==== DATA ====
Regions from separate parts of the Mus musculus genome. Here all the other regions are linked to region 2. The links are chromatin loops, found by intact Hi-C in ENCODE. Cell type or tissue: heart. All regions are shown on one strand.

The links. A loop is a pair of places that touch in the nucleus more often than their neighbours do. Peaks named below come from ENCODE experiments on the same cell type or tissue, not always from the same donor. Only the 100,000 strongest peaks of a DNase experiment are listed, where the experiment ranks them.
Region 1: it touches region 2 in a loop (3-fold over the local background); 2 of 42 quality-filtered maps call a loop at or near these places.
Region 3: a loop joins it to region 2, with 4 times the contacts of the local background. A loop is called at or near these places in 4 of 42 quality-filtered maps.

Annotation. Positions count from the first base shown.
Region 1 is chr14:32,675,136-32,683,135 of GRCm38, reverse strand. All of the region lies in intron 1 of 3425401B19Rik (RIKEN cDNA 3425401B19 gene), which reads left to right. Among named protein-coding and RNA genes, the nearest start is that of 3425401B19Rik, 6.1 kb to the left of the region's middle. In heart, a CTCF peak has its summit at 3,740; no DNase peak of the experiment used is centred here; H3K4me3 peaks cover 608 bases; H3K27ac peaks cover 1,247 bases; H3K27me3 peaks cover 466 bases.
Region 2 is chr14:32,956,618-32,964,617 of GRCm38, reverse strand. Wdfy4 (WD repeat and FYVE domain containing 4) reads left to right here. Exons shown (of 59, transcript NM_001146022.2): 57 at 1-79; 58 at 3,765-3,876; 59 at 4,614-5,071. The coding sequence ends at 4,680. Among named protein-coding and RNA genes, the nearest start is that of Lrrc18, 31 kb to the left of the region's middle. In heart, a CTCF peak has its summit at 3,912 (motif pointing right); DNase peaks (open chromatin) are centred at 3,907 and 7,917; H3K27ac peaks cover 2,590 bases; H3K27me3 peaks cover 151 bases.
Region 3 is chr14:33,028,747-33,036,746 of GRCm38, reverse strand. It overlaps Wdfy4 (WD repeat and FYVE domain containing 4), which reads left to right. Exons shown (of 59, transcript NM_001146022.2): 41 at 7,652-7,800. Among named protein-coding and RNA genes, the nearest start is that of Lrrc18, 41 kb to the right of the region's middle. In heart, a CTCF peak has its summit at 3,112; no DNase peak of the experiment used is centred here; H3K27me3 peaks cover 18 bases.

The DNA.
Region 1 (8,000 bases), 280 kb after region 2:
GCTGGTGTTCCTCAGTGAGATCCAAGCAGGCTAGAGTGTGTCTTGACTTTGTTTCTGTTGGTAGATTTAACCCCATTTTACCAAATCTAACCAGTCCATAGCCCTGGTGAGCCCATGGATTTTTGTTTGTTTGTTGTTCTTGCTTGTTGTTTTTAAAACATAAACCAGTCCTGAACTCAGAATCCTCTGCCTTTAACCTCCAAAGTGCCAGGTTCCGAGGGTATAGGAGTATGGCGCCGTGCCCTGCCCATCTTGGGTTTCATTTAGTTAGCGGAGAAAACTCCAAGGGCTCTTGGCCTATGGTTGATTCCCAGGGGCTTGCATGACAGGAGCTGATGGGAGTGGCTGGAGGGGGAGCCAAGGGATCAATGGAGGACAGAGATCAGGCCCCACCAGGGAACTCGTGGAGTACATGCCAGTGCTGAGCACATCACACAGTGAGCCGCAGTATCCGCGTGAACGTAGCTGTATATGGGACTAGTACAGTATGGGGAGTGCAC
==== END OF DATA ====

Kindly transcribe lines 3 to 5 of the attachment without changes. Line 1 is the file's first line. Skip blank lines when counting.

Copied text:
Region 1: it touches region 2 in a loop (3-fold over the local background); 2 of 42 quality-filtered maps call a loop at or near these places.
Region 3: a loop joins it to region 2, with 4 times the contacts of the local background. A loop is called at or near these places in 4 of 42 quality-filtered maps.

Annotation. Positions count from the first base shown.